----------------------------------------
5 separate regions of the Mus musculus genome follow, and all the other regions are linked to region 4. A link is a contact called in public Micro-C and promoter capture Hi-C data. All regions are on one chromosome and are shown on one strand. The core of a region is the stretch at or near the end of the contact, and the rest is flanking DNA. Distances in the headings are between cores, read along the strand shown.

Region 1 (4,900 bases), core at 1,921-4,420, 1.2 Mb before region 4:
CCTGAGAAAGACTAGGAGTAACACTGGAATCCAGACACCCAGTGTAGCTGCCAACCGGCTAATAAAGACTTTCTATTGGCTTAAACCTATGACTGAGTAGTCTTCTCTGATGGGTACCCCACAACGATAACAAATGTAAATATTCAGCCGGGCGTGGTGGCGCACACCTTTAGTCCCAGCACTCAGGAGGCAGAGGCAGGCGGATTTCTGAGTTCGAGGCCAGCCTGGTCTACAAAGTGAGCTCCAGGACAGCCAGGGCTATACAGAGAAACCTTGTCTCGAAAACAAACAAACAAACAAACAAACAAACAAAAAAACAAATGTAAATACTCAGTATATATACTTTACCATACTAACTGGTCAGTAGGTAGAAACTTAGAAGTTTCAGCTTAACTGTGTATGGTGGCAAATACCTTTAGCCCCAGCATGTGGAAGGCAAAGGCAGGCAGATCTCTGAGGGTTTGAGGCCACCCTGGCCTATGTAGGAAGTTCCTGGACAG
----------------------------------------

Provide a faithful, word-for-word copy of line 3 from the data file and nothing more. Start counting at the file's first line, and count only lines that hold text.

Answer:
CCTGAGAAAGACTAGGAGTAACACTGGAATCCAGACACCCAGTGTAGCTGCCAACCGGCTAATAAAGACTTTCTATTGGCTTAAACCTATGACTGAGTAGTCTTCTCTGATGGGTACCCCACAACGATAACAAATGTAAATATTCAGCCGGGCGTGGTGGCGCACACCTTTAGTCCCAGCACTCAGGAGGCAGAGGCAGGCGGATTTCTGAGTTCGAGGCCAGCCTGGTCTACAAAGTGAGCTCCAGGACAGCCAGGGCTATACAGAGAAACCTTGTCTCGAAAACAAACAAACAAACAAACAAACAAACAAAAAAACAAATGTAAATACTCAGTATATATACTTTACCATACTAACTGGTCAGTAGGTAGAAACTTAGAAGTTTCAGCTTAACTGTGTATGGTGGCAAATACCTTTAGCCCCAGCATGTGGAAGGCAAAGGCAGGCAGATCTCTGAGGGTTTGAGGCCACCCTGGCCTATGTAGGAAGTTCCTGGACAG